Considerations when choosing Mounting Medium should include:
- Immunohistochemistry (IHC) or light microscopy applications: Use a colorless mounting medium, like our clear-dry VectaMount™ Permanent Mounting Medium.
- Immunofluorescence (IF) applications: Use a medium that protects the fluorescent signal with antifade, anti-photobleaching properties, like our VECTASHIELD PLUS Antifade Mounting Media
- Florijn et al. 1995. Analysis of antifading reagents for fluorescence microscopy. Cytometry. doi: 10.1002/cyto.990190213
- Jahr et al. 2016. eduSPIM: Light Sheet Microscopy in the Museum. PLOS ONE. doi: 10.1371/journal.pone.0161402
- For maximum clarity, detail, and contrast, the refractive index (RI) of the mounting medium should be close to that of glass (1.5) or the sample’s fixed/dried protein layers (1.53).
- VectaMount has an RI of 1.49 when dry and VECTASHIELD mounting media has an RI of ~ 1.45 - both superior to other commonly used reagents (e.g. Fluoromout-G has a refractive index of ~ 1.40).
To permanently mount a specimen, the use of a hardsetting medium is recommended.
- For IHC applications, we recommend VectaMount Permanent Mounting Medium. It has an RI of 1.49 when dry and is ideal for IHC applications.
- For IF applications, we recommend VECTASHIELD Vibrance. It has an ideal RI (~ 1.45), is easy to use, and eliminates the need for the sealing of coverslips.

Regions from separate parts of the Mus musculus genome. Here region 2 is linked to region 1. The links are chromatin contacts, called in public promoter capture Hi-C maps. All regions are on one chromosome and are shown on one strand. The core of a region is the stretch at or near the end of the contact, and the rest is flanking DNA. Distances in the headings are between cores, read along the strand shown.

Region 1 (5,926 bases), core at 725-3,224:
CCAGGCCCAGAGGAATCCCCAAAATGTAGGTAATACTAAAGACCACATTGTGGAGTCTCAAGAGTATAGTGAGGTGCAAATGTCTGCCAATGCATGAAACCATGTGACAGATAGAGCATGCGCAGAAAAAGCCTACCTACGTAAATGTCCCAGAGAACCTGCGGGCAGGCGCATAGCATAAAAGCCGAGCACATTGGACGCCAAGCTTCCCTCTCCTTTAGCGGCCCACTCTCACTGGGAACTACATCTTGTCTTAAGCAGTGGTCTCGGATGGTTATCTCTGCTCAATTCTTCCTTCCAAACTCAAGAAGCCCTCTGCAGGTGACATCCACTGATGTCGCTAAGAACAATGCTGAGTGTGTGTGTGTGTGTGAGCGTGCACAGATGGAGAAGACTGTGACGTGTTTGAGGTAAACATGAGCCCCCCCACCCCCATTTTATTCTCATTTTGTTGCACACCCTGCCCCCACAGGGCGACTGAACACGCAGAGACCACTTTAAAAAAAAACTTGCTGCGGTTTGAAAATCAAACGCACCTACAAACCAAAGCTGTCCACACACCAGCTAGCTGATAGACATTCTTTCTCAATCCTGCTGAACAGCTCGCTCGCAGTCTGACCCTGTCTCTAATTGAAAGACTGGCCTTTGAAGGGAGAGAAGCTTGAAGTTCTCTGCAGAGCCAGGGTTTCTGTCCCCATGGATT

Protection from oxidation, changes in pH, and other physical or chemical damage
Mounting media should resist microbial contamination, bubble formation, crystallization, shrinking, cracking, and deformation.
- Samples mounted with VectaMount media can be safely stored at room temperature for at least two years.
- VECTASHIELD Vibrance Medium shows no loss of signal intensity or sample integrity after weeks of storage at room temperature.
- VECTASHIELD Vibrance Mounting Mediumreduces bubble formation and retraction vs. competitor.
Some media include solvents or other chemicals that can be toxic or harm some cells, tissues, and stains. Our product-specific data sheets contain additional information about our mounting media, which can help you determine which are right for you and your specimens.
Can I Make My Own Mounting Media?
You can make your own mounting media, including glycerol-based mounting media, but creating your own mounting media can be quite challenging. Among other issues, variable and inappropriate refractive indices can make it difficult for you to know what you’re looking at under the microscope.
Independent research funded by the UK Medical Research Council noted that: “To simplify sample preparation, we have adopted protocols to mount samples for dSTORM in Vectashield , which avoids the preparation of complex chemical buffers and the need to use relatively expensive sample chambers in order to contain the liquid buffers.”
Other independent studies have commented as follows: “The mounting medium Vectashield gives thus a higher level of freedom for the selection of labelling strategy, which is important to address various biological problems.”
It might simply be easier, faster, and even less expensive to rely on our accessible, professionally made, and quality-controlled mounting media instead.
Producing immunofluorescence (IF) staining results with high specificity and sensitivity begins with choosing the best reagents. This guide will help you:
- Learn about the IF workflow and how to optimize each step
- Quickly identify and choose the most appropriate fluorescent secondary conjugates
- Select the best anti-fade medium to preserve your fluorescence signal for imaging and archiving